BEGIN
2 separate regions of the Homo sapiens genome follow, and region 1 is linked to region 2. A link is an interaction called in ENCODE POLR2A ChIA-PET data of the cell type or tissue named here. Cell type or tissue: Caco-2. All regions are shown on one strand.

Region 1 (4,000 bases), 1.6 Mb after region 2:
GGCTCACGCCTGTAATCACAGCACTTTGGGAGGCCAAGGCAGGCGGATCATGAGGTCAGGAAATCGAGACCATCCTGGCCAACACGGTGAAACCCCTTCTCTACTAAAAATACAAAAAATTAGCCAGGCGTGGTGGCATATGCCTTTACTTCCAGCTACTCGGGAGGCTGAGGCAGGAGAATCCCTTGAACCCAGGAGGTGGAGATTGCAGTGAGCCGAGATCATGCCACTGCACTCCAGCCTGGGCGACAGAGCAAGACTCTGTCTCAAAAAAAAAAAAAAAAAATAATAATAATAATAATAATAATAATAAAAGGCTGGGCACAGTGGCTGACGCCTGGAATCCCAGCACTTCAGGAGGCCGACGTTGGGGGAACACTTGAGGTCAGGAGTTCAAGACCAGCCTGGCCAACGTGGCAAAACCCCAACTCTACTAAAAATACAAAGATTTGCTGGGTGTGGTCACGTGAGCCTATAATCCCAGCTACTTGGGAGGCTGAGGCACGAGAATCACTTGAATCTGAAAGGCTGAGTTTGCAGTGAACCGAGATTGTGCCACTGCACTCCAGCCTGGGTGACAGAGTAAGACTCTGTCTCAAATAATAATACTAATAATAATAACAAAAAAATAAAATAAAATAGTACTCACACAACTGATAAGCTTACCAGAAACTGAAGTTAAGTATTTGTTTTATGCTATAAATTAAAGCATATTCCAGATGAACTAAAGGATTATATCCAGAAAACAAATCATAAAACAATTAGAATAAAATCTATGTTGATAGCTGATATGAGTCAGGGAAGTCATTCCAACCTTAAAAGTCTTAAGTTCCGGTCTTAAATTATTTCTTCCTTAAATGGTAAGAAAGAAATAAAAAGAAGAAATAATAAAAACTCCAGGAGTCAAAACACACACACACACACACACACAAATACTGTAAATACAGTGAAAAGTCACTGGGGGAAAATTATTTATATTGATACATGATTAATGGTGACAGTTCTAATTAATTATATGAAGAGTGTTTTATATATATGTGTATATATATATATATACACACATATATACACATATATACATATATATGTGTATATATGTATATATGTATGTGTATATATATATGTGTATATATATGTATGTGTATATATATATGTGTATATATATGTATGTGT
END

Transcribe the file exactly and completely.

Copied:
2 separate regions of the Homo sapiens genome follow, and region 1 is linked to region 2. A link is an interaction called in ENCODE POLR2A ChIA-PET data of the cell type or tissue named here. Cell type or tissue: Caco-2. All regions are shown on one strand.

Region 1 (4,000 bases), 1.6 Mb after region 2:
GGCTCACGCCTGTAATCACAGCACTTTGGGAGGCCAAGGCAGGCGGATCATGAGGTCAGGAAATCGAGACCATCCTGGCCAACACGGTGAAACCCCTTCTCTACTAAAAATACAAAAAATTAGCCAGGCGTGGTGGCATATGCCTTTACTTCCAGCTACTCGGGAGGCTGAGGCAGGAGAATCCCTTGAACCCAGGAGGTGGAGATTGCAGTGAGCCGAGATCATGCCACTGCACTCCAGCCTGGGCGACAGAGCAAGACTCTGTCTCAAAAAAAAAAAAAAAAAATAATAATAATAATAATAATAATAATAAAAGGCTGGGCACAGTGGCTGACGCCTGGAATCCCAGCACTTCAGGAGGCCGACGTTGGGGGAACACTTGAGGTCAGGAGTTCAAGACCAGCCTGGCCAACGTGGCAAAACCCCAACTCTACTAAAAATACAAAGATTTGCTGGGTGTGGTCACGTGAGCCTATAATCCCAGCTACTTGGGAGGCTGAGGCACGAGAATCACTTGAATCTGAAAGGCTGAGTTTGCAGTGAACCGAGATTGTGCCACTGCACTCCAGCCTGGGTGACAGAGTAAGACTCTGTCTCAAATAATAATACTAATAATAATAACAAAAAAATAAAATAAAATAGTACTCACACAACTGATAAGCTTACCAGAAACTGAAGTTAAGTATTTGTTTTATGCTATAAATTAAAGCATATTCCAGATGAACTAAAGGATTATATCCAGAAAACAAATCATAAAACAATTAGAATAAAATCTATGTTGATAGCTGATATGAGTCAGGGAAGTCATTCCAACCTTAAAAGTCTTAAGTTCCGGTCTTAAATTATTTCTTCCTTAAATGGTAAGAAAGAAATAAAAAGAAGAAATAATAAAAACTCCAGGAGTCAAAACACACACACACACACACACACAAATACTGTAAATACAGTGAAAAGTCACTGGGGGAAAATTATTTATATTGATACATGATTAATGGTGACAGTTCTAATTAATTATATGAAGAGTGTTTTATATATATGTGTATATATATATATATACACACATATATACACATATATACATATATATGTGTATATATGTATATATGTATGTGTATATATATATGTGTATATATATGTATGTGTATATATATATGTGTATATATATGTATGTGT